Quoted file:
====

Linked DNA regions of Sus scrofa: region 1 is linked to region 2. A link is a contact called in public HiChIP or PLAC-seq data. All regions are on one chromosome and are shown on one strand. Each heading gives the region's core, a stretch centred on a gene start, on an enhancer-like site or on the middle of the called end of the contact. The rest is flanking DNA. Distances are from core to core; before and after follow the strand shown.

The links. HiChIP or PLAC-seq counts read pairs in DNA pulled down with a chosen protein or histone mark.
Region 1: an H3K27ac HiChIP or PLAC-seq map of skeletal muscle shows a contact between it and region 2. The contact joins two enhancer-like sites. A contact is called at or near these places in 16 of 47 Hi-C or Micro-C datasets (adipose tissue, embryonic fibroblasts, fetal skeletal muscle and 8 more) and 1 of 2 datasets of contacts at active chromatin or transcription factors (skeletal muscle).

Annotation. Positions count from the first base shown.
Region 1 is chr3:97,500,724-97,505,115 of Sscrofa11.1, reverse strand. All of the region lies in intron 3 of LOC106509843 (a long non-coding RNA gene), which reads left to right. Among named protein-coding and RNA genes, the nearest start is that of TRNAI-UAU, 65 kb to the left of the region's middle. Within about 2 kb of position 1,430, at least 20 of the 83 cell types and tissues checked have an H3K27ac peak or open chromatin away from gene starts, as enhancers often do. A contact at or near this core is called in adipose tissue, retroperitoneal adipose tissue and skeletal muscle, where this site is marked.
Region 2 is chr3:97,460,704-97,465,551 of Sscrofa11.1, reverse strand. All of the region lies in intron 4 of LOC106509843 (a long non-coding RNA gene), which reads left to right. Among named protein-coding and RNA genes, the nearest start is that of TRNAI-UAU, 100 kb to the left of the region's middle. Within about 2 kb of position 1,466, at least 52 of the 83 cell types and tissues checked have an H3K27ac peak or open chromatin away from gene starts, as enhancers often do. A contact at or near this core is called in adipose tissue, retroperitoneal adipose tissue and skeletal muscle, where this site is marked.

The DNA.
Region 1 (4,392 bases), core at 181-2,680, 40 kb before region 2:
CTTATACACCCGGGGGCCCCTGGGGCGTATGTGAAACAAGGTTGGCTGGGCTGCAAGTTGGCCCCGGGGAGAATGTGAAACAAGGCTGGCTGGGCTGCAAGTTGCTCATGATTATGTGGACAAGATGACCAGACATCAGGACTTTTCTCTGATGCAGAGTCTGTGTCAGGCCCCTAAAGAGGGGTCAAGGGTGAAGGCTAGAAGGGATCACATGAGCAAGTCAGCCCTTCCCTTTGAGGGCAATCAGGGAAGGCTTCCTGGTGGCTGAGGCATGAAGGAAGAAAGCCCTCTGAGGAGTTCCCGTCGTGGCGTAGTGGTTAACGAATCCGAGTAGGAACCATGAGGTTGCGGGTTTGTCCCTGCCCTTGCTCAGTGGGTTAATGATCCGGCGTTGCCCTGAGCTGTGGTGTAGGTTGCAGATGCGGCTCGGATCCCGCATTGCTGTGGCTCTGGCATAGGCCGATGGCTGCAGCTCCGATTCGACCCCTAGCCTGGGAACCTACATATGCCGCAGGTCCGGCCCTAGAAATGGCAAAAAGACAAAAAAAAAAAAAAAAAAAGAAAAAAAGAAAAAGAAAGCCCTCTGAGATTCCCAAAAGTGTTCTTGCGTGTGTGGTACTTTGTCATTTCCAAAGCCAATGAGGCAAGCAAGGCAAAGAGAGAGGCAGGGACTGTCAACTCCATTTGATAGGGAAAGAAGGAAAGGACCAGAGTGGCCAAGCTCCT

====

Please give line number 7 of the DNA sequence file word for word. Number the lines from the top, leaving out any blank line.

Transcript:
The DNA.